It's official: Joe Biden is history's most powerful veep. Just like all the others.
In 1971, a national day-care bill almost became law. Therein lies a story.
Following The New Republic's recent blockbuster day-care story, a historian describes a 1971 effort to create a national child-care program–and the backlash that ensued.
One demographic has plagued Obama since his primary duel with Hillary Clinton: white voters without a college degree. Although Obama ultimately won enough white non-college voters to win the presidency in 2008, his performance was underwhelming by historic standards. And over the last four years, Obama’s already tepid support among white voters without a college degree has collapsed. At the same time, the “newer” elements of the Democratic coalition—college educated and non-white voters—have continued to offer elevated levels of support to the president.
From messaging to ad placement, campaigns make critical decisions based on demographics and geography. Indeed, coverage of campaign decision-making and the ups and downs of the horserace are incomplete without accounting for these variables. That’s why I’ll be following the evolution of the electorate and how it shapes the campaign at TNR. Demographics aren’t quite destiny, but they’ll play an outsized role in the 2012 presidential election. The Obama campaign is counting on repeating an unprecedented performance among non-white voters.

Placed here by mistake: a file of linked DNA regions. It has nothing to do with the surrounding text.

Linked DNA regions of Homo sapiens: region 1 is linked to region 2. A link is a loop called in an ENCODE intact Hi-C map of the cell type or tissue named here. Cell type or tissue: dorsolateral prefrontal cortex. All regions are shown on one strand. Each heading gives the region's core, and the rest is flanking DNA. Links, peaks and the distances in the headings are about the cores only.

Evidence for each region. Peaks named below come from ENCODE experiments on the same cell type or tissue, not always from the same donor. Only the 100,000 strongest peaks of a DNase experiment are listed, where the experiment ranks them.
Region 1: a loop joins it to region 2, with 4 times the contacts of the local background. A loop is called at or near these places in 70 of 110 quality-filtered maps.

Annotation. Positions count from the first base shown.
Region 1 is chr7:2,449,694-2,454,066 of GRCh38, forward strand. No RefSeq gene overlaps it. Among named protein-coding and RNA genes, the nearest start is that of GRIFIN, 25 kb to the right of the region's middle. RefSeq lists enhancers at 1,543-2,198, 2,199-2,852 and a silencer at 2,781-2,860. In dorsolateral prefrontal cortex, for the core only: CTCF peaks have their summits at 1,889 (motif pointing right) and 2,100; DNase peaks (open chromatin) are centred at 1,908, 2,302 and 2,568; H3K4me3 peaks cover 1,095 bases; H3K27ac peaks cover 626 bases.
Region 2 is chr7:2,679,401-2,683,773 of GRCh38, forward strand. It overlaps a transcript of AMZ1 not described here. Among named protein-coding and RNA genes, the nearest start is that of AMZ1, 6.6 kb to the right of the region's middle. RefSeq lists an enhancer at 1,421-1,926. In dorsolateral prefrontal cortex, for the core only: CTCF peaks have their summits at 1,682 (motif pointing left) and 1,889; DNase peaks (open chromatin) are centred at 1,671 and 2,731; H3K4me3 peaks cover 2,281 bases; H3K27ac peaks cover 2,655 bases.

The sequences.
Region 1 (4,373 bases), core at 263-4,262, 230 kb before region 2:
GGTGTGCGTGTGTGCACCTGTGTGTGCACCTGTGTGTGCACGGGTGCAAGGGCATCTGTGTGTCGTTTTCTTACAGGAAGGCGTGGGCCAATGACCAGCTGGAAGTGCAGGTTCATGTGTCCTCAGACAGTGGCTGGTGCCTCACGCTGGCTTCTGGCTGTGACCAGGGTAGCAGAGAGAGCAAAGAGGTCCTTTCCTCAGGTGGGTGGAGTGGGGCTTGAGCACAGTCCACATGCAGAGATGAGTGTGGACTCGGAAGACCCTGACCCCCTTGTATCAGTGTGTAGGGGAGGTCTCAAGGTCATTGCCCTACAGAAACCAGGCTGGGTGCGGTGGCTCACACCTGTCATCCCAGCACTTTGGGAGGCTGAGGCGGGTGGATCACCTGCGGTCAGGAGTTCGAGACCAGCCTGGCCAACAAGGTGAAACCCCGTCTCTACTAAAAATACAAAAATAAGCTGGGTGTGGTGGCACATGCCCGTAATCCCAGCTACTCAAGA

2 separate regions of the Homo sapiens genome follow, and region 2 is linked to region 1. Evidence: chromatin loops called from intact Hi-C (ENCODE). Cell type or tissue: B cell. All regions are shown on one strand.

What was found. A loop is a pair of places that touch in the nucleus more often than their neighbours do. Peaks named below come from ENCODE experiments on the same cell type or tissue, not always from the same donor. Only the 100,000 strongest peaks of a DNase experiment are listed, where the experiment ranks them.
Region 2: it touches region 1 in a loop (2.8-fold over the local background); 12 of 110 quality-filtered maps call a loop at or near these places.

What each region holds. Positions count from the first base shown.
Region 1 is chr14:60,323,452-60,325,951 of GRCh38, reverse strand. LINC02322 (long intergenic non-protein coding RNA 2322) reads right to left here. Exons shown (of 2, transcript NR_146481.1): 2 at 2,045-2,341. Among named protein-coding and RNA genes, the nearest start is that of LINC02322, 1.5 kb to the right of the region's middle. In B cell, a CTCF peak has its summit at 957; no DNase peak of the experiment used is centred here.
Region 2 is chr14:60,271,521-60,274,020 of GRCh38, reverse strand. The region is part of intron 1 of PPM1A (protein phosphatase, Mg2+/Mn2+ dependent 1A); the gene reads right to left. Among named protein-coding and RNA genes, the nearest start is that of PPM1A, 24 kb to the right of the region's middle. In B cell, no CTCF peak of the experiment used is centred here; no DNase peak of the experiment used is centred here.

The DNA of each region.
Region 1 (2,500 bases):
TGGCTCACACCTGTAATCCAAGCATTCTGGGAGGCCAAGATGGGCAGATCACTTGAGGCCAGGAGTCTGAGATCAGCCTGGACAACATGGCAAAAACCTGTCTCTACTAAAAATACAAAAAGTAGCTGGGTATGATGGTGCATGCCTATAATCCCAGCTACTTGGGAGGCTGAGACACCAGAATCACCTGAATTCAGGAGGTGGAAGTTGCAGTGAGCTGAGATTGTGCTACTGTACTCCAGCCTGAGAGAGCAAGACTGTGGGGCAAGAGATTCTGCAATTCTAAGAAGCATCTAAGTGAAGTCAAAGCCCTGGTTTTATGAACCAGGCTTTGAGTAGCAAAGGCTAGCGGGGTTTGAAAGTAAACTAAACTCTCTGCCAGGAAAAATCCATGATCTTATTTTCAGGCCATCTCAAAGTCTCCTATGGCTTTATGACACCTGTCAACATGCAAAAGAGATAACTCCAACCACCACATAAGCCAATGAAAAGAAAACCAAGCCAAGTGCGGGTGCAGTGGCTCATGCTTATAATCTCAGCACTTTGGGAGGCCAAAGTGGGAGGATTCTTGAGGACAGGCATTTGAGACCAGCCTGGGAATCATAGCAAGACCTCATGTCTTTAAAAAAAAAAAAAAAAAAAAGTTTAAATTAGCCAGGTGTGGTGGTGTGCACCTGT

The Republican field is crowded and fluid right now, but it won’t be for long. By January 11th, there will be at most three remaining contenders, and we’ll have a much clearer understanding of how the race will develop. There are seven candidates with a pulse, and only six of them—divided into two groups of three—are competing in Iowa. For two of the three denizens of the lower tier—Michele Bachmann and Rick Santorum—failing to finish among the top three on January 3rd would spell the effective end of their candidacies.